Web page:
If you’re looking to take your career to the next level, I recommend carving out time to engage in deep work. What is deep work and why do we need it?
Four years ago, I made the decision to step out of the daily operations of my business. Since then, I’ve had much more time to work on my business, rather than in it.
The lessons this has taught me about how I work have been powerful. I now have a new appreciation for the power of doing focused, distraction-free, value-adding work.
What is deep work and why do we need it?
In his book ‘Deep Work,’ Cal Newport argues that humans do two different types of work: Shallow work, and deep work.
The trouble is, our days are increasingly becoming filled with shallow work. Emails, meetings, surfing the internet, filling out spreadsheets and making phone calls. All things which when you look back in a year’s time, won’t have added any real value.
Deep work, on the other hand, adds tangible value. It’s focused, distraction-free, and involves really getting to the heart of a problem in your business, learning a new, complex idea, or engaging in genuine creativity. Essentially, all the stuff that’s not easy to do—it requires intentional time and effort, but when it’s done, it’s the kind of work which changes your business entirely.
The impact of deep work
Stepping out of operations four years ago, I naturally had more time to engage in deep work. I’d take days away from the office, and really try to get on top of issues that had been bugging Pure SEO for years. And the results?
Phenomenal! After years of feeling like my time was spent fighting fires, I finally felt like I was contributing real value to the business. The difference in my brain power was tangible when I stopped operating in such a distracted state, and began engaging deeply with the core drivers of our business.
For anyone looking to take their career to the next level, I recommend carving out time to engage in deep work.
How to avoid the distractions of today
There’s a reason we’re living in an age where shallow work is the norm. Our environments are geared towards distraction, from Twitter to open-plan offices, making deep work difficult to achieve.
Here are three ways I structure my time to avoid distractions, and make space for value-adding work:
Get in early, or out late.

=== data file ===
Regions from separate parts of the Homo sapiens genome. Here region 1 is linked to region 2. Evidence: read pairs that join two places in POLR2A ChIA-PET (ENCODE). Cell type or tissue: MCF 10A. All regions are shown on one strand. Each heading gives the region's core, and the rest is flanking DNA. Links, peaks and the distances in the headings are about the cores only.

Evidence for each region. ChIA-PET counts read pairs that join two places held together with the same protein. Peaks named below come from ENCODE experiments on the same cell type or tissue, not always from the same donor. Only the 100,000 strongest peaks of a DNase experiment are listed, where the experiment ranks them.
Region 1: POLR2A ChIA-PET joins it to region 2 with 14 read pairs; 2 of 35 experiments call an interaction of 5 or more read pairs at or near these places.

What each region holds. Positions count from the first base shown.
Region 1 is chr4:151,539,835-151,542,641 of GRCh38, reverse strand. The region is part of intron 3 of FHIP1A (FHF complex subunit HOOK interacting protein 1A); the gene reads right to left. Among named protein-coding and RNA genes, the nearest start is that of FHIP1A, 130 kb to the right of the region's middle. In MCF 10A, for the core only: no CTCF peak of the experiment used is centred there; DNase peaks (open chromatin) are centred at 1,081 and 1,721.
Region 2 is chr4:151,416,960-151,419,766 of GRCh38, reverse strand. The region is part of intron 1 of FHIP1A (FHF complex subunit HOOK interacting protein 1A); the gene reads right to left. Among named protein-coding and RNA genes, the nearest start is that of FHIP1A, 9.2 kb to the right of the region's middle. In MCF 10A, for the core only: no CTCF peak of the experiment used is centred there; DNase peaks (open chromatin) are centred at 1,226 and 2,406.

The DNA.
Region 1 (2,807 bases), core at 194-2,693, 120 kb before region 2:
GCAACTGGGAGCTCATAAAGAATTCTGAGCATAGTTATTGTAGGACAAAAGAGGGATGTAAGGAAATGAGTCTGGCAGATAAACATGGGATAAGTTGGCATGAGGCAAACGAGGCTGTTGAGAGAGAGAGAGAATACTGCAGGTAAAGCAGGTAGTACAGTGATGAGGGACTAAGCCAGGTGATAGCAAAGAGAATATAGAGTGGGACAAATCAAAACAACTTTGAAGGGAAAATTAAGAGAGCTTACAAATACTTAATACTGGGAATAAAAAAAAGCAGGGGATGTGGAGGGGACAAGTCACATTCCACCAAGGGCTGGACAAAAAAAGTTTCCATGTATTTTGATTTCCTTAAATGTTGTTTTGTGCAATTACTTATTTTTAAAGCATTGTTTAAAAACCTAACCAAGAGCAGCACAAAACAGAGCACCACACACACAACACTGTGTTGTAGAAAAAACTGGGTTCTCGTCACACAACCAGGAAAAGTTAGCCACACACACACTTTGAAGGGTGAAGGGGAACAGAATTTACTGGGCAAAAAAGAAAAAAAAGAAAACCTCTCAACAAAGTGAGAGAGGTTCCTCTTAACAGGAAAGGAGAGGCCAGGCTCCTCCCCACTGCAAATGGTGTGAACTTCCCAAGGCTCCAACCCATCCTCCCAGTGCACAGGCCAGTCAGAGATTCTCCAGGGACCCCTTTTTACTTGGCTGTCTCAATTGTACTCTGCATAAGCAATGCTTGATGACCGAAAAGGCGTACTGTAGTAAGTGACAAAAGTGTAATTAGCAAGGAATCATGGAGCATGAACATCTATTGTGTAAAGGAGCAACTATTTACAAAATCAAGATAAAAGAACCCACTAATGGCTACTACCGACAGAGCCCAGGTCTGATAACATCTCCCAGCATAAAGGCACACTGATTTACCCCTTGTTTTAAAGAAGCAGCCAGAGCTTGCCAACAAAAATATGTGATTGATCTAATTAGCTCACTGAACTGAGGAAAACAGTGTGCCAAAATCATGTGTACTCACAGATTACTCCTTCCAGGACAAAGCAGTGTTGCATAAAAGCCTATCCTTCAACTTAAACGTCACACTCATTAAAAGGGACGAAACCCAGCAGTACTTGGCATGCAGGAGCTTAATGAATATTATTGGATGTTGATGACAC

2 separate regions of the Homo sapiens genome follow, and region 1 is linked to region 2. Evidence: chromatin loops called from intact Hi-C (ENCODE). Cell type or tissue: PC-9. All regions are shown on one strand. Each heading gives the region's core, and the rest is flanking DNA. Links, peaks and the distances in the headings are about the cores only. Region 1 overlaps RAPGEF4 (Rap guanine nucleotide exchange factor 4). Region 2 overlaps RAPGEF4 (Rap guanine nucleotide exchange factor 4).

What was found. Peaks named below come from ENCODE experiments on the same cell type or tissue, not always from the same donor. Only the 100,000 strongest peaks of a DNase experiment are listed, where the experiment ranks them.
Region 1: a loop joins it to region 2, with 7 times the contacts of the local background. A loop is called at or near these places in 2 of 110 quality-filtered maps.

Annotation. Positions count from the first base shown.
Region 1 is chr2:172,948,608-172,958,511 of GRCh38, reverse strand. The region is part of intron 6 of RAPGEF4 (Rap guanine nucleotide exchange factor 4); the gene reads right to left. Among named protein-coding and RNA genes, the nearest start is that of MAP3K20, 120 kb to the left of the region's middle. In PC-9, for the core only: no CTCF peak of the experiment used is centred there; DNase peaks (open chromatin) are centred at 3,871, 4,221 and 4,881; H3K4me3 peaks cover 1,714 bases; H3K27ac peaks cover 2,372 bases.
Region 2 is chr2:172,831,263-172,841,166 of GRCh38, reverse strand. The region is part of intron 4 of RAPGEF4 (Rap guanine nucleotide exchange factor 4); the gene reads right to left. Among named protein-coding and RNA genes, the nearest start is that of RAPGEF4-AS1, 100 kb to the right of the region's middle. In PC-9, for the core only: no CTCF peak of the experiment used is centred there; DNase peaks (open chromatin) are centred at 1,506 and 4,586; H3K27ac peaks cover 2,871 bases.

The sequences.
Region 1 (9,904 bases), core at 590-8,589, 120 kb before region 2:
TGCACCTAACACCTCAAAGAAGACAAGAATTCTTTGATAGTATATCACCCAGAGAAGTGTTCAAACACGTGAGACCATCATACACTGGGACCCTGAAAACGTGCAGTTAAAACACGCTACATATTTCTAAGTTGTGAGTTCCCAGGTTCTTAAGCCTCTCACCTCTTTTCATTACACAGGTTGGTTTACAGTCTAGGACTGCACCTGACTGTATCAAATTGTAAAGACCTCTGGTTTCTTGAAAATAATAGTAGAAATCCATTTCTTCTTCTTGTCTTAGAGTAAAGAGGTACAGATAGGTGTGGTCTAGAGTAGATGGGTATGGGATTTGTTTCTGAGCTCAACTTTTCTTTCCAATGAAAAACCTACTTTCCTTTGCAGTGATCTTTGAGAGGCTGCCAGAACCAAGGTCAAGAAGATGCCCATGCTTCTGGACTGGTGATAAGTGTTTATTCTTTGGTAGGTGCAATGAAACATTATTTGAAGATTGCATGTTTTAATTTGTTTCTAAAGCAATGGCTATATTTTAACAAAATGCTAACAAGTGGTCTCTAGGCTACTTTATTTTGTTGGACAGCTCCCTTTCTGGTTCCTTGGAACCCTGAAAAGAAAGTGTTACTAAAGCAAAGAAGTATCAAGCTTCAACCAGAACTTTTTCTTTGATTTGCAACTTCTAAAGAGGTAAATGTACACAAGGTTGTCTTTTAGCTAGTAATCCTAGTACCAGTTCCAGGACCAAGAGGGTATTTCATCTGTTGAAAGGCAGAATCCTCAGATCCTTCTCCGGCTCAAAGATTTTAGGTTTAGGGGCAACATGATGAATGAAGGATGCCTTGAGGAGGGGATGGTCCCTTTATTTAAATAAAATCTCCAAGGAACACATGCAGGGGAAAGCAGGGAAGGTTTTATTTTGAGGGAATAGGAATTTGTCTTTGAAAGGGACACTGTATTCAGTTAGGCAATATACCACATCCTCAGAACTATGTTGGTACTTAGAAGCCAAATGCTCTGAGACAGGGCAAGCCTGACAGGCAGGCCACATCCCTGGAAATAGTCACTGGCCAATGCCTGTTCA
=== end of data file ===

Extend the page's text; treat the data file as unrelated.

One way to steer clear of attention-grabbing temptations is simply to avoid them entirely. How? Get into the office a few hours before everyone else arrives, and do your most important work then. You’d be surprised how much easier it is to focus when there’s no one to chat to in the staff room. I try to squeeze in at least a couple of 2-3 hour long blocks of deep work, either before or after office hours, each week.
Take the day.
One of the best ways to do deep work is in one big chunk. I’m talking about turning off your phone and email, and focusing all day on a specific area. Not all jobs allow this, but you’d be surprised how many do. The key is proactive communication—make sure to get all of your necessary shallow work done in advance, and let co-workers and customers know you won’t be available. Set these expectations, and more often than not, the world won’t end when you don’t pick up the phone.
Shock the system.
For those who can’t take days away from the office, or bear the thought of waking up early, this one’s for you. Our environment is often what draws us into shallow work, because we’re stuck in unproductive habits. To kickstart yourself into deep work, impose an environment change that will inspire you to use the time well. For me, this means going to a nice café—if I go to the effort of getting in my car, driving, buying a coffee and nestling into a good spot, I know I’m much less likely to spend that time mindlessly scrolling on Facebook.
In today’s world, the skill of being able to engage in deep, value-adding work is a rarefied one. Set yourself apart, and take your work to a new level, by intentionally making the time and space to focus deeply. If you’re anything like me, you’ll see the results quickly and fall in love with the process!